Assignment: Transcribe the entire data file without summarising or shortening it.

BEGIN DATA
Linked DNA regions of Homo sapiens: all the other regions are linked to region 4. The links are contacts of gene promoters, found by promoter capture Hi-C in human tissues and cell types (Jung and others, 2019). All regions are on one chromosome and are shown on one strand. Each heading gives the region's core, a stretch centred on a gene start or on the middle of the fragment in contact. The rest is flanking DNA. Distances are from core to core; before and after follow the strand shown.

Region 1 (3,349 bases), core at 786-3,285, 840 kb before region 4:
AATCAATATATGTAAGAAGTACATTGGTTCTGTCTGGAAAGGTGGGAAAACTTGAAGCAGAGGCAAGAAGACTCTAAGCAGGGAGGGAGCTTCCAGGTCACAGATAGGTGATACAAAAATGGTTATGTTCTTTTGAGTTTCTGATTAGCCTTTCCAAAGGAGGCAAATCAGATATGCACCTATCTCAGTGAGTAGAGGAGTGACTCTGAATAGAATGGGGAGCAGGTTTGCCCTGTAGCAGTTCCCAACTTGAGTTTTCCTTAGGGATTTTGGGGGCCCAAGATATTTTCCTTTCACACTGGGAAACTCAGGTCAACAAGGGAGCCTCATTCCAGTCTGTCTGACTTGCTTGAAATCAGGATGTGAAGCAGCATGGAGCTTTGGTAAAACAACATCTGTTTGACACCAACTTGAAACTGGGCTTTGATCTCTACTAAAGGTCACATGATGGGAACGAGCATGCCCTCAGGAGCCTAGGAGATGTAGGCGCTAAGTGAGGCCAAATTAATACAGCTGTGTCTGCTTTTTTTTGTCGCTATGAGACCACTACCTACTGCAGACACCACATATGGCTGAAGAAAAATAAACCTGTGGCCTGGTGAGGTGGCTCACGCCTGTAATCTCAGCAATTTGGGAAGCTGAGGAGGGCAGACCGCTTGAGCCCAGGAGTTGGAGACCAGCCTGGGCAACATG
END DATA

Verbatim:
Linked DNA regions of Homo sapiens: all the other regions are linked to region 4. The links are contacts of gene promoters, found by promoter capture Hi-C in human tissues and cell types (Jung and others, 2019). All regions are on one chromosome and are shown on one strand. Each heading gives the region's core, a stretch centred on a gene start or on the middle of the fragment in contact. The rest is flanking DNA. Distances are from core to core; before and after follow the strand shown.

Region 1 (3,349 bases), core at 786-3,285, 840 kb before region 4:
AATCAATATATGTAAGAAGTACATTGGTTCTGTCTGGAAAGGTGGGAAAACTTGAAGCAGAGGCAAGAAGACTCTAAGCAGGGAGGGAGCTTCCAGGTCACAGATAGGTGATACAAAAATGGTTATGTTCTTTTGAGTTTCTGATTAGCCTTTCCAAAGGAGGCAAATCAGATATGCACCTATCTCAGTGAGTAGAGGAGTGACTCTGAATAGAATGGGGAGCAGGTTTGCCCTGTAGCAGTTCCCAACTTGAGTTTTCCTTAGGGATTTTGGGGGCCCAAGATATTTTCCTTTCACACTGGGAAACTCAGGTCAACAAGGGAGCCTCATTCCAGTCTGTCTGACTTGCTTGAAATCAGGATGTGAAGCAGCATGGAGCTTTGGTAAAACAACATCTGTTTGACACCAACTTGAAACTGGGCTTTGATCTCTACTAAAGGTCACATGATGGGAACGAGCATGCCCTCAGGAGCCTAGGAGATGTAGGCGCTAAGTGAGGCCAAATTAATACAGCTGTGTCTGCTTTTTTTTGTCGCTATGAGACCACTACCTACTGCAGACACCACATATGGCTGAAGAAAAATAAACCTGTGGCCTGGTGAGGTGGCTCACGCCTGTAATCTCAGCAATTTGGGAAGCTGAGGAGGGCAGACCGCTTGAGCCCAGGAGTTGGAGACCAGCCTGGGCAACATG